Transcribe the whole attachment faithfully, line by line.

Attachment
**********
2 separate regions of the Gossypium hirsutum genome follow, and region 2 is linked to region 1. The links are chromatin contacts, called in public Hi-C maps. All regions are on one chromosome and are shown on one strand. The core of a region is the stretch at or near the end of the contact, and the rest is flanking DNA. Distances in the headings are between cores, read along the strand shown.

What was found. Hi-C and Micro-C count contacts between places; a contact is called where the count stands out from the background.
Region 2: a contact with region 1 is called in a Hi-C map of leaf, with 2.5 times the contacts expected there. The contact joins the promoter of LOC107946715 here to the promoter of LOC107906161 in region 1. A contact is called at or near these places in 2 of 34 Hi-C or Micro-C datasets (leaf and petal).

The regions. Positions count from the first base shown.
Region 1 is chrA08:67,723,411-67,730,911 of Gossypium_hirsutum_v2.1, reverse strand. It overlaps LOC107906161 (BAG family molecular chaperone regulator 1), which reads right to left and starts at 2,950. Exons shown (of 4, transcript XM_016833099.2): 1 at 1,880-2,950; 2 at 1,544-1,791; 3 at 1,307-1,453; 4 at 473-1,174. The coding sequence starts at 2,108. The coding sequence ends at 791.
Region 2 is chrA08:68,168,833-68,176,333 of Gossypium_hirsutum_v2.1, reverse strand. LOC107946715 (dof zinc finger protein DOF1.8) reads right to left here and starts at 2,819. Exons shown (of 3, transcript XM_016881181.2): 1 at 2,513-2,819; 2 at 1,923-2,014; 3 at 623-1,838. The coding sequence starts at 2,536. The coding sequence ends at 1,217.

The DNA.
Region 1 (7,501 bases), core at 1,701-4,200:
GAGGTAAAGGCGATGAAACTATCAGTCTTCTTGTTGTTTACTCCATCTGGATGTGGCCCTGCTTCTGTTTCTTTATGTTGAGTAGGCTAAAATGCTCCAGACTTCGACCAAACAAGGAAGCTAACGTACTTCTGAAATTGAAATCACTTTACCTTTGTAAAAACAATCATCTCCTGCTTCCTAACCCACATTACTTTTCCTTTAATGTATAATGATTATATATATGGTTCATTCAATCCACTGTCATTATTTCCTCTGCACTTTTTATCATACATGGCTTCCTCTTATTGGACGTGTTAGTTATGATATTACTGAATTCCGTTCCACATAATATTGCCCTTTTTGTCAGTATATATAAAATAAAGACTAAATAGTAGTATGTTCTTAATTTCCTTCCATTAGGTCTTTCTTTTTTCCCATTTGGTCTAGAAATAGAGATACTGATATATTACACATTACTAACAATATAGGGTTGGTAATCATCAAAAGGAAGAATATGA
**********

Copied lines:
2 separate regions of the Gossypium hirsutum genome follow, and region 2 is linked to region 1. The links are chromatin contacts, called in public Hi-C maps. All regions are on one chromosome and are shown on one strand. The core of a region is the stretch at or near the end of the contact, and the rest is flanking DNA. Distances in the headings are between cores, read along the strand shown.

What was found. Hi-C and Micro-C count contacts between places; a contact is called where the count stands out from the background.
Region 2: a contact with region 1 is called in a Hi-C map of leaf, with 2.5 times the contacts expected there. The contact joins the promoter of LOC107946715 here to the promoter of LOC107906161 in region 1. A contact is called at or near these places in 2 of 34 Hi-C or Micro-C datasets (leaf and petal).

The regions. Positions count from the first base shown.
Region 1 is chrA08:67,723,411-67,730,911 of Gossypium_hirsutum_v2.1, reverse strand. It overlaps LOC107906161 (BAG family molecular chaperone regulator 1), which reads right to left and starts at 2,950. Exons shown (of 4, transcript XM_016833099.2): 1 at 1,880-2,950; 2 at 1,544-1,791; 3 at 1,307-1,453; 4 at 473-1,174. The coding sequence starts at 2,108. The coding sequence ends at 791.
Region 2 is chrA08:68,168,833-68,176,333 of Gossypium_hirsutum_v2.1, reverse strand. LOC107946715 (dof zinc finger protein DOF1.8) reads right to left here and starts at 2,819. Exons shown (of 3, transcript XM_016881181.2): 1 at 2,513-2,819; 2 at 1,923-2,014; 3 at 623-1,838. The coding sequence starts at 2,536. The coding sequence ends at 1,217.

The DNA.
Region 1 (7,501 bases), core at 1,701-4,200:
GAGGTAAAGGCGATGAAACTATCAGTCTTCTTGTTGTTTACTCCATCTGGATGTGGCCCTGCTTCTGTTTCTTTATGTTGAGTAGGCTAAAATGCTCCAGACTTCGACCAAACAAGGAAGCTAACGTACTTCTGAAATTGAAATCACTTTACCTTTGTAAAAACAATCATCTCCTGCTTCCTAACCCACATTACTTTTCCTTTAATGTATAATGATTATATATATGGTTCATTCAATCCACTGTCATTATTTCCTCTGCACTTTTTATCATACATGGCTTCCTCTTATTGGACGTGTTAGTTATGATATTACTGAATTCCGTTCCACATAATATTGCCCTTTTTGTCAGTATATATAAAATAAAGACTAAATAGTAGTATGTTCTTAATTTCCTTCCATTAGGTCTTTCTTTTTTCCCATTTGGTCTAGAAATAGAGATACTGATATATTACACATTACTAACAATATAGGGTTGGTAATCATCAAAAGGAAGAATATGA